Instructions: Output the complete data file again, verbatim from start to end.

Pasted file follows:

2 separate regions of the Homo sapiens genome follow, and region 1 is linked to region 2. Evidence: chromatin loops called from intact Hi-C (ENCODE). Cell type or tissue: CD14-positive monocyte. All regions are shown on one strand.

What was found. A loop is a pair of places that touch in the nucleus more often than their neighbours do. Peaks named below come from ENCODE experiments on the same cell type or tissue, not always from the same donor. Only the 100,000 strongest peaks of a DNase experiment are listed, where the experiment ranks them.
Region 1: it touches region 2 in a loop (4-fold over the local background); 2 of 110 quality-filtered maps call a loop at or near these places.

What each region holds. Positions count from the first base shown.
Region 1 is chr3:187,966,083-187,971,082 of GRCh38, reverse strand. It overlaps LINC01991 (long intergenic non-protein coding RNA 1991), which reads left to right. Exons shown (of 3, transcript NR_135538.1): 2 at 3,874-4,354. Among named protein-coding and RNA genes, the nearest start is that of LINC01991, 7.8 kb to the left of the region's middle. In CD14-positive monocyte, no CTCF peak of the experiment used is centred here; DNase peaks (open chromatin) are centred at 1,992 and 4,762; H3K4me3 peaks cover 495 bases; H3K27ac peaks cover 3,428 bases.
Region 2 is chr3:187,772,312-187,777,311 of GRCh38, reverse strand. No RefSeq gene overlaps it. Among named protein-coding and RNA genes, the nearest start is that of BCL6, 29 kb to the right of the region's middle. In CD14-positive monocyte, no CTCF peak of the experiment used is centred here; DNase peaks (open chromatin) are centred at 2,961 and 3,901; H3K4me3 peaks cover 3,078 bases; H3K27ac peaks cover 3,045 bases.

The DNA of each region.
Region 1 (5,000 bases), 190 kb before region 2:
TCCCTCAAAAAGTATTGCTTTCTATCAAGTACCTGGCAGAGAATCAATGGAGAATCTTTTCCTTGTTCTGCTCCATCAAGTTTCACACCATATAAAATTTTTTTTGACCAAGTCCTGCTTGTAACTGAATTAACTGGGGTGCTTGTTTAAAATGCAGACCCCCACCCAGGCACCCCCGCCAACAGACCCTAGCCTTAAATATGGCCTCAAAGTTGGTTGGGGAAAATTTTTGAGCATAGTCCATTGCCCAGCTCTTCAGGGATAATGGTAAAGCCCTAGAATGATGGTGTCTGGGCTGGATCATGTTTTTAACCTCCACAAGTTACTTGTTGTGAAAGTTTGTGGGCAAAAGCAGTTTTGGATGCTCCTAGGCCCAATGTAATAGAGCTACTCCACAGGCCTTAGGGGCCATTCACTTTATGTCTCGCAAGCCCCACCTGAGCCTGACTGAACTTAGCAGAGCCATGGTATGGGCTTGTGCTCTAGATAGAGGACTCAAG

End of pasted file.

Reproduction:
2 separate regions of the Homo sapiens genome follow, and region 1 is linked to region 2. Evidence: chromatin loops called from intact Hi-C (ENCODE). Cell type or tissue: CD14-positive monocyte. All regions are shown on one strand.

What was found. A loop is a pair of places that touch in the nucleus more often than their neighbours do. Peaks named below come from ENCODE experiments on the same cell type or tissue, not always from the same donor. Only the 100,000 strongest peaks of a DNase experiment are listed, where the experiment ranks them.
Region 1: it touches region 2 in a loop (4-fold over the local background); 2 of 110 quality-filtered maps call a loop at or near these places.

What each region holds. Positions count from the first base shown.
Region 1 is chr3:187,966,083-187,971,082 of GRCh38, reverse strand. It overlaps LINC01991 (long intergenic non-protein coding RNA 1991), which reads left to right. Exons shown (of 3, transcript NR_135538.1): 2 at 3,874-4,354. Among named protein-coding and RNA genes, the nearest start is that of LINC01991, 7.8 kb to the left of the region's middle. In CD14-positive monocyte, no CTCF peak of the experiment used is centred here; DNase peaks (open chromatin) are centred at 1,992 and 4,762; H3K4me3 peaks cover 495 bases; H3K27ac peaks cover 3,428 bases.
Region 2 is chr3:187,772,312-187,777,311 of GRCh38, reverse strand. No RefSeq gene overlaps it. Among named protein-coding and RNA genes, the nearest start is that of BCL6, 29 kb to the right of the region's middle. In CD14-positive monocyte, no CTCF peak of the experiment used is centred here; DNase peaks (open chromatin) are centred at 2,961 and 3,901; H3K4me3 peaks cover 3,078 bases; H3K27ac peaks cover 3,045 bases.

The DNA of each region.
Region 1 (5,000 bases), 190 kb before region 2:
TCCCTCAAAAAGTATTGCTTTCTATCAAGTACCTGGCAGAGAATCAATGGAGAATCTTTTCCTTGTTCTGCTCCATCAAGTTTCACACCATATAAAATTTTTTTTGACCAAGTCCTGCTTGTAACTGAATTAACTGGGGTGCTTGTTTAAAATGCAGACCCCCACCCAGGCACCCCCGCCAACAGACCCTAGCCTTAAATATGGCCTCAAAGTTGGTTGGGGAAAATTTTTGAGCATAGTCCATTGCCCAGCTCTTCAGGGATAATGGTAAAGCCCTAGAATGATGGTGTCTGGGCTGGATCATGTTTTTAACCTCCACAAGTTACTTGTTGTGAAAGTTTGTGGGCAAAAGCAGTTTTGGATGCTCCTAGGCCCAATGTAATAGAGCTACTCCACAGGCCTTAGGGGCCATTCACTTTATGTCTCGCAAGCCCCACCTGAGCCTGACTGAACTTAGCAGAGCCATGGTATGGGCTTGTGCTCTAGATAGAGGACTCAAG